Thus, there is a need for footwear which protects the wearer from various environments and hazards while providing a product appropriate for various terrains and activities. There is also a need for footwear adapted to meet the rigorous demands of Special Forces and other units that operate using stealth, surprise, and speed. In addition, many activities and conditions require military personnel to operate while on the hands, feet, knees, back and/or stomach. It is highly desirable for military-type footwear to provide traction, support and comfort when in any of these positions.
The present invention addresses these and other needs. The present invention provides an ideal military boot through combinations and juxtapositions of various features and characteristics as will be described herein.
The present invention provides footwear that meets the performance needs of diverse military operations with a wide range of performance and terrain challenges. Unique protection and traction features on articles of footwear are provided. The present invention provides footwear outsoles that reduce noise during use, promoting stealth upon surface contact. The present invention also provides improved outsole, midsole and footbed constructions in footwear that has the support required for bearing heavy loads, incorporates drainage elements for improved performance and comfort, and also provides underfoot protection from objects and punctures. The present invention also provides specialized adjustable footbeds that allow the user to adjust the fit of the shoe in order to improve comfort, reduce relative footwear movement against the foot, and provide a means of adjustment for different weather conditions. The present invention also provides improved protection in the upper.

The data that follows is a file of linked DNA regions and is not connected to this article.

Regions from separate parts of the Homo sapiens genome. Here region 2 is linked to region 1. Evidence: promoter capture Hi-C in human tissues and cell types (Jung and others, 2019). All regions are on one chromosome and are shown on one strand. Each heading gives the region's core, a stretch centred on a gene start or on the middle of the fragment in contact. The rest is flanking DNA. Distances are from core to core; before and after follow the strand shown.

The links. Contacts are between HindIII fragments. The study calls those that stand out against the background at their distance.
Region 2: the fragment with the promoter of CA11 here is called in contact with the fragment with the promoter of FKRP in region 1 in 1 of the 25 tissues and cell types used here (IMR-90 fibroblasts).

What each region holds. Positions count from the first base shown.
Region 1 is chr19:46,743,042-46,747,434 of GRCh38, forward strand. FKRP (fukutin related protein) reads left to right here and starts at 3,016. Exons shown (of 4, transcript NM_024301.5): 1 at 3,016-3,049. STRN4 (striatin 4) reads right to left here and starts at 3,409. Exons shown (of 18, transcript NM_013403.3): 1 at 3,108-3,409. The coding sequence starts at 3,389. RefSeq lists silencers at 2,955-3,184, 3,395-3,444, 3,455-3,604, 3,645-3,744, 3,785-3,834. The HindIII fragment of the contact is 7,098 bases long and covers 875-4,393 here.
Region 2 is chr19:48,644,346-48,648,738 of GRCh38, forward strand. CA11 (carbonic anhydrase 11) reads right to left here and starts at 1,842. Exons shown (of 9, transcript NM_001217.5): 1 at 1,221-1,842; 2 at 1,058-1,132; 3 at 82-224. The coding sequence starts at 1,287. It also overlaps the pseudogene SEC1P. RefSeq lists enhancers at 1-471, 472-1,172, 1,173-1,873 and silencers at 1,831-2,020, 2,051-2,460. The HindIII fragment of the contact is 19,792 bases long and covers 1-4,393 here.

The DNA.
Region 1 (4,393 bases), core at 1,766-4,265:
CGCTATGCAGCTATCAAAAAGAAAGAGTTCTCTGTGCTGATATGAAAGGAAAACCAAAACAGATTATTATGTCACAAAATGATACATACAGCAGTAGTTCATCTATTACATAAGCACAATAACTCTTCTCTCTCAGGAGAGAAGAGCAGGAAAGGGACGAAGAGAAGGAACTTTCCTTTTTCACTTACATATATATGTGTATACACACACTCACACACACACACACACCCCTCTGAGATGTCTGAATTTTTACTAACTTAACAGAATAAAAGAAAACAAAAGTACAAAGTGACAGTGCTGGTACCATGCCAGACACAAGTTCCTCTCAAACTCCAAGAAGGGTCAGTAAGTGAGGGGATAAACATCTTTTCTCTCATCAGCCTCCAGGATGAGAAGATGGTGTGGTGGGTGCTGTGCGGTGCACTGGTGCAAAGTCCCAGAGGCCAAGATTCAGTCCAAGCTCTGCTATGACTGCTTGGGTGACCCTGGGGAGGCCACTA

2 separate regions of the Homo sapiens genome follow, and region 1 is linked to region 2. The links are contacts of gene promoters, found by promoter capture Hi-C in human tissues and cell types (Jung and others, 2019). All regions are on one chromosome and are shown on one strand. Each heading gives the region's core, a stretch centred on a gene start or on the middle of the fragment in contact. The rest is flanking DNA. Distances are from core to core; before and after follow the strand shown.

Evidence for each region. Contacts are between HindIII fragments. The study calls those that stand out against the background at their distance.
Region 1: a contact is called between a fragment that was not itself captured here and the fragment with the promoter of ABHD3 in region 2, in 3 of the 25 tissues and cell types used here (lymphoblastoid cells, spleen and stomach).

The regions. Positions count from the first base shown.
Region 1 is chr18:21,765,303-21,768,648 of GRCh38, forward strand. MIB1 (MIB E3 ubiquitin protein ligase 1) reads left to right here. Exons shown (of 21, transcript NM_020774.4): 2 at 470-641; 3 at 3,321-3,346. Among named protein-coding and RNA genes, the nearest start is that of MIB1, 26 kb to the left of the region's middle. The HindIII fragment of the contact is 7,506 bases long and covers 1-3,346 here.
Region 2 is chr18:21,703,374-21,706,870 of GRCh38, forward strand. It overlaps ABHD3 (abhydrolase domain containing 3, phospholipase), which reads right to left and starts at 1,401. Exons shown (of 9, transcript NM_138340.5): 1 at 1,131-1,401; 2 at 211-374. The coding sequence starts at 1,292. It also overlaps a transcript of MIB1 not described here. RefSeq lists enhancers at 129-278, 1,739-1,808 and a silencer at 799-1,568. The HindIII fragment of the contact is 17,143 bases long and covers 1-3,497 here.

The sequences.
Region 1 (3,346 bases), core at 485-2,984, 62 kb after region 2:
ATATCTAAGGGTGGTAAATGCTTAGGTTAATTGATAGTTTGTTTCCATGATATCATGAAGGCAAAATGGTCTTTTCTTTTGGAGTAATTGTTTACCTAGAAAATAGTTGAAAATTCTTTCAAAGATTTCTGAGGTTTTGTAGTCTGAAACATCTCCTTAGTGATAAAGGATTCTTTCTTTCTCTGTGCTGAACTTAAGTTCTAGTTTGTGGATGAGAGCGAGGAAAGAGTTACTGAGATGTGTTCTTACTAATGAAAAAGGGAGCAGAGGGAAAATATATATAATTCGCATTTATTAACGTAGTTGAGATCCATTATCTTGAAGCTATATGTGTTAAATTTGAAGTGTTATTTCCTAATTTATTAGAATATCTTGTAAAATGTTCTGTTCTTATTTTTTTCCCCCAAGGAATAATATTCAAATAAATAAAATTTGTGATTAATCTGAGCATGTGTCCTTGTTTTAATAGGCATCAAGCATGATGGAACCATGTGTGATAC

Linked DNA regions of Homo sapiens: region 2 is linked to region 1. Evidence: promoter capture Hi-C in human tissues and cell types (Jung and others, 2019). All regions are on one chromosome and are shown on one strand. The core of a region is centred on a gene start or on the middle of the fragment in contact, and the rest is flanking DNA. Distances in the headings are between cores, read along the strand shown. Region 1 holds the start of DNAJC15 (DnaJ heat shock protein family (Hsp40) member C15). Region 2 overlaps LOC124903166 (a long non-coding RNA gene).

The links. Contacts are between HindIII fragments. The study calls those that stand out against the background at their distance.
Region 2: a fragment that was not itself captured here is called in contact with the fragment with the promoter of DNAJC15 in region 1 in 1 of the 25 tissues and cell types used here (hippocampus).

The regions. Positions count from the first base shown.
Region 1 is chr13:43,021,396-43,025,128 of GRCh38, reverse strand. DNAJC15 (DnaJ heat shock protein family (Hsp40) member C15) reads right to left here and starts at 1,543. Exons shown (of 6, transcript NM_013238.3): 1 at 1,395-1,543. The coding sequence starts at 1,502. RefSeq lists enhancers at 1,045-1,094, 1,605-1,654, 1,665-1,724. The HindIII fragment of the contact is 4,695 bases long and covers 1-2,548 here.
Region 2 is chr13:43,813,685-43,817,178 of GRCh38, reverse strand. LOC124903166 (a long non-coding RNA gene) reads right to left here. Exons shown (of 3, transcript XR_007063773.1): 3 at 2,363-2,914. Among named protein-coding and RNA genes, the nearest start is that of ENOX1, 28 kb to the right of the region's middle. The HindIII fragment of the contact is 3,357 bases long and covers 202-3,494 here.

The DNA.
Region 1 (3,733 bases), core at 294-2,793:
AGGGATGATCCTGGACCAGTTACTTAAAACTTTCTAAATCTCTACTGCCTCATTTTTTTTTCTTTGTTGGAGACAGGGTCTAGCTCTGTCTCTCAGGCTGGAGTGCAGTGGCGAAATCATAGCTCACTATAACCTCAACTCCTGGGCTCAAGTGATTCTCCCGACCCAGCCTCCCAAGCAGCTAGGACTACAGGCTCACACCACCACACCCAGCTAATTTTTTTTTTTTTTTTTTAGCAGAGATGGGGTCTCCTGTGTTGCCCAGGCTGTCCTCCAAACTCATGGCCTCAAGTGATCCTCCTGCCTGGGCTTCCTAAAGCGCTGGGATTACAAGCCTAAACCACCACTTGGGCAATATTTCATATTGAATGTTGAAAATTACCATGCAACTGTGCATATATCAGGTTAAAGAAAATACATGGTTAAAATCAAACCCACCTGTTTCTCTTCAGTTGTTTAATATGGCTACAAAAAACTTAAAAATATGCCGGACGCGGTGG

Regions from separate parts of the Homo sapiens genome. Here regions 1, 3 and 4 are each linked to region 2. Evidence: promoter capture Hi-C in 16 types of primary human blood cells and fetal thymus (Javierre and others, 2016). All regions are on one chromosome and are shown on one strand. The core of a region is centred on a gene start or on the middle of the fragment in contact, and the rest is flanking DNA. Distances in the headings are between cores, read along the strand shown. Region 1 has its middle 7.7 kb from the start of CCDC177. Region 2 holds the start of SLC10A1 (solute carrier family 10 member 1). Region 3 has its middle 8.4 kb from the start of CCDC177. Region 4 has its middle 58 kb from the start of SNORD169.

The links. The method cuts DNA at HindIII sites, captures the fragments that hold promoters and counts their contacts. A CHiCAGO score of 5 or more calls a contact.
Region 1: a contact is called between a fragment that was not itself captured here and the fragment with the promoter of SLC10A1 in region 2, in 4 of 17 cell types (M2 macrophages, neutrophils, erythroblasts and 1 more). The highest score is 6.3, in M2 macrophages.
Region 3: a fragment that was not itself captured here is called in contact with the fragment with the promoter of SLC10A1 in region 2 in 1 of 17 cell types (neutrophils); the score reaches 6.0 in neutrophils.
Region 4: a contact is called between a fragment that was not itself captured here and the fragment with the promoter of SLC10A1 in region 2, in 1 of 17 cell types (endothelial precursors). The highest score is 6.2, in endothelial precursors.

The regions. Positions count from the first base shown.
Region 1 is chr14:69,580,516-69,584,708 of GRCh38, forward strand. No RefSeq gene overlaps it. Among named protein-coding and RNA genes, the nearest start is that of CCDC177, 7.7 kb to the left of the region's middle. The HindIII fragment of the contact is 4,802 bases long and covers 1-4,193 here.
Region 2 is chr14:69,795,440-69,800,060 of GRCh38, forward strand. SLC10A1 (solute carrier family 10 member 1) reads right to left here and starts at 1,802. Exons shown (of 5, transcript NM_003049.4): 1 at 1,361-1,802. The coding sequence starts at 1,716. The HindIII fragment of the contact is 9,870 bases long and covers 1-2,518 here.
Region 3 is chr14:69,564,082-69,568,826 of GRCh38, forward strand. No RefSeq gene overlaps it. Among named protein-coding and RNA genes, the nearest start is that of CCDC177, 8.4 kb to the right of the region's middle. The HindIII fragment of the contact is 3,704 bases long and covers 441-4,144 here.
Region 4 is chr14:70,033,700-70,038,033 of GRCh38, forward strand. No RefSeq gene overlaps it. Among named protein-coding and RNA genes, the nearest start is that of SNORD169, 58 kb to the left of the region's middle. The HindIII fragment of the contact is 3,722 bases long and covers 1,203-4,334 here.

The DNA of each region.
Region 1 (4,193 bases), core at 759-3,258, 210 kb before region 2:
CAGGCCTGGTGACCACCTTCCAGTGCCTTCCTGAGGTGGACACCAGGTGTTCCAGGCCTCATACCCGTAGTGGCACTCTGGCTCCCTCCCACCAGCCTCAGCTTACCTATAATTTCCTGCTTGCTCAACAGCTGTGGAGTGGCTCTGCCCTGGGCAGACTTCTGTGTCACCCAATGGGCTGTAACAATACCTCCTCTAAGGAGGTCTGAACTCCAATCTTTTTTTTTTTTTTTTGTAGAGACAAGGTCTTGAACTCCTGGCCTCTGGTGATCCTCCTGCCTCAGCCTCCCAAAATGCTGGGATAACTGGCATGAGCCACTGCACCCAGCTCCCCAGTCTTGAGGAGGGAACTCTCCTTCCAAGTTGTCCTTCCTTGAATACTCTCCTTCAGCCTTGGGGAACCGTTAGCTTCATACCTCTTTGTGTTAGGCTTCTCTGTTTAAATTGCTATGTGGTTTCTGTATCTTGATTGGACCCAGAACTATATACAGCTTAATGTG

In accordance with one embodiment of the present invention, an article of footwear is provided. The article of footwear comprises an outsole, an upper, a bootie, a footbed and cartridge system, and a rand. The outsole has a first surface and a second surface remote from the first surface for contacting the ground and having lugs thereon. At least some of the lugs are wraparound lugs disposed along the perimeter of the outsole. The upper is attached to the first surface of the outsole and has an interior surface defining a cavity for receiving a foot and an exterior surface of a puncture resistant material. The interior surface has at least one of microbial and chemical protection thereon. The puncture resistant material includes finger projections directed towards the anterior of the upper for enhanced securing of the foot. The bootie is disposed at least partly within the cavity of the upper for enclosing the foot. The finger projections extend over the bootie. The footbed is disposed within the cavity of the upper and has a forefoot region and a heel region including a stiffening member. The footbed includes at least one drainage hole therein. The cartridge includes a fastening mechanism for releasably connecting to the forefoot region of the footbed. The cartridge also includes at least one drainage hole therein that aligns with the at least one drainage hole of the footbed. Finally, the rand is disposed along a portion of the exterior surface of the upper. The outsole is made from a high traction brushed rubber.